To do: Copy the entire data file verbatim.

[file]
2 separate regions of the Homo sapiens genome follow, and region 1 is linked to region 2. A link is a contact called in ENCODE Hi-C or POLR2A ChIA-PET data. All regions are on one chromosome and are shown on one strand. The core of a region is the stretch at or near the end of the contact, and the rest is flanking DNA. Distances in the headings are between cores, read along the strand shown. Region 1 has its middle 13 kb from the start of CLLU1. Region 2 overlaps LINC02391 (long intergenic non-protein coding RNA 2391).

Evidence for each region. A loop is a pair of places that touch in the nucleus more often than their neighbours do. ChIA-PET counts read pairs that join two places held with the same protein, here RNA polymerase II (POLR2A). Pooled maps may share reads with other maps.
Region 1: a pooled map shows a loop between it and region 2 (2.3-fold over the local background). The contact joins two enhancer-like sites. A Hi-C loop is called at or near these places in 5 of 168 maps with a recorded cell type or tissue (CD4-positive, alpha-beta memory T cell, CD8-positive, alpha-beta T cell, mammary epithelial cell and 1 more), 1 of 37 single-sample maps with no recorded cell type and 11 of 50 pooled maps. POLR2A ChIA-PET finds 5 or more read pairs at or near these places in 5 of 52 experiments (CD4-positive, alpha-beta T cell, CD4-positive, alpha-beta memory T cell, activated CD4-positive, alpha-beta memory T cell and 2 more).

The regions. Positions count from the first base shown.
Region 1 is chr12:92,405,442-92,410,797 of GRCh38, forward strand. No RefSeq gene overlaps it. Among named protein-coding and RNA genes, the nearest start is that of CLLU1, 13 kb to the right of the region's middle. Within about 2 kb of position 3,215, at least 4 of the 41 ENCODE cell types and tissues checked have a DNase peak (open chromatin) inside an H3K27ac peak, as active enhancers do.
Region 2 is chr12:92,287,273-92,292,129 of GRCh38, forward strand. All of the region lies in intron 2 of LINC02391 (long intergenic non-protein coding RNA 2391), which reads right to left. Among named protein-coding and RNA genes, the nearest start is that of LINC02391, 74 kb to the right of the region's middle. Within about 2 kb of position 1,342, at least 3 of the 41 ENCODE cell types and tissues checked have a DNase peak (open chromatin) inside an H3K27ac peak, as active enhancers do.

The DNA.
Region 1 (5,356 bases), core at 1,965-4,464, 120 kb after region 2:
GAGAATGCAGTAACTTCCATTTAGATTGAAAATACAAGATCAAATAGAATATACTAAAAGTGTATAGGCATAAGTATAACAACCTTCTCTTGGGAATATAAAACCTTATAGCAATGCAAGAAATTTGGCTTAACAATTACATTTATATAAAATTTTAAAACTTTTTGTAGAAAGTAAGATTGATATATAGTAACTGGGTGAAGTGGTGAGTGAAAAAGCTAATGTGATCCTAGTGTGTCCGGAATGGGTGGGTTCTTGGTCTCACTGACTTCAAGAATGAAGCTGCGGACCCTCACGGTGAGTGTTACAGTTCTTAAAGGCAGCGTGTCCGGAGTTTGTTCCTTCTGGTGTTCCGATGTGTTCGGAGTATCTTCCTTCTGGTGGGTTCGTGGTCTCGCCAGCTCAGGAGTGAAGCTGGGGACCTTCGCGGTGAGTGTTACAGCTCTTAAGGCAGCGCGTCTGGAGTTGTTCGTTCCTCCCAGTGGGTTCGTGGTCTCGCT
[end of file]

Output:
2 separate regions of the Homo sapiens genome follow, and region 1 is linked to region 2. A link is a contact called in ENCODE Hi-C or POLR2A ChIA-PET data. All regions are on one chromosome and are shown on one strand. The core of a region is the stretch at or near the end of the contact, and the rest is flanking DNA. Distances in the headings are between cores, read along the strand shown. Region 1 has its middle 13 kb from the start of CLLU1. Region 2 overlaps LINC02391 (long intergenic non-protein coding RNA 2391).

Evidence for each region. A loop is a pair of places that touch in the nucleus more often than their neighbours do. ChIA-PET counts read pairs that join two places held with the same protein, here RNA polymerase II (POLR2A). Pooled maps may share reads with other maps.
Region 1: a pooled map shows a loop between it and region 2 (2.3-fold over the local background). The contact joins two enhancer-like sites. A Hi-C loop is called at or near these places in 5 of 168 maps with a recorded cell type or tissue (CD4-positive, alpha-beta memory T cell, CD8-positive, alpha-beta T cell, mammary epithelial cell and 1 more), 1 of 37 single-sample maps with no recorded cell type and 11 of 50 pooled maps. POLR2A ChIA-PET finds 5 or more read pairs at or near these places in 5 of 52 experiments (CD4-positive, alpha-beta T cell, CD4-positive, alpha-beta memory T cell, activated CD4-positive, alpha-beta memory T cell and 2 more).

The regions. Positions count from the first base shown.
Region 1 is chr12:92,405,442-92,410,797 of GRCh38, forward strand. No RefSeq gene overlaps it. Among named protein-coding and RNA genes, the nearest start is that of CLLU1, 13 kb to the right of the region's middle. Within about 2 kb of position 3,215, at least 4 of the 41 ENCODE cell types and tissues checked have a DNase peak (open chromatin) inside an H3K27ac peak, as active enhancers do.
Region 2 is chr12:92,287,273-92,292,129 of GRCh38, forward strand. All of the region lies in intron 2 of LINC02391 (long intergenic non-protein coding RNA 2391), which reads right to left. Among named protein-coding and RNA genes, the nearest start is that of LINC02391, 74 kb to the right of the region's middle. Within about 2 kb of position 1,342, at least 3 of the 41 ENCODE cell types and tissues checked have a DNase peak (open chromatin) inside an H3K27ac peak, as active enhancers do.

The DNA.
Region 1 (5,356 bases), core at 1,965-4,464, 120 kb after region 2:
GAGAATGCAGTAACTTCCATTTAGATTGAAAATACAAGATCAAATAGAATATACTAAAAGTGTATAGGCATAAGTATAACAACCTTCTCTTGGGAATATAAAACCTTATAGCAATGCAAGAAATTTGGCTTAACAATTACATTTATATAAAATTTTAAAACTTTTTGTAGAAAGTAAGATTGATATATAGTAACTGGGTGAAGTGGTGAGTGAAAAAGCTAATGTGATCCTAGTGTGTCCGGAATGGGTGGGTTCTTGGTCTCACTGACTTCAAGAATGAAGCTGCGGACCCTCACGGTGAGTGTTACAGTTCTTAAAGGCAGCGTGTCCGGAGTTTGTTCCTTCTGGTGTTCCGATGTGTTCGGAGTATCTTCCTTCTGGTGGGTTCGTGGTCTCGCCAGCTCAGGAGTGAAGCTGGGGACCTTCGCGGTGAGTGTTACAGCTCTTAAGGCAGCGCGTCTGGAGTTGTTCGTTCCTCCCAGTGGGTTCGTGGTCTCGCT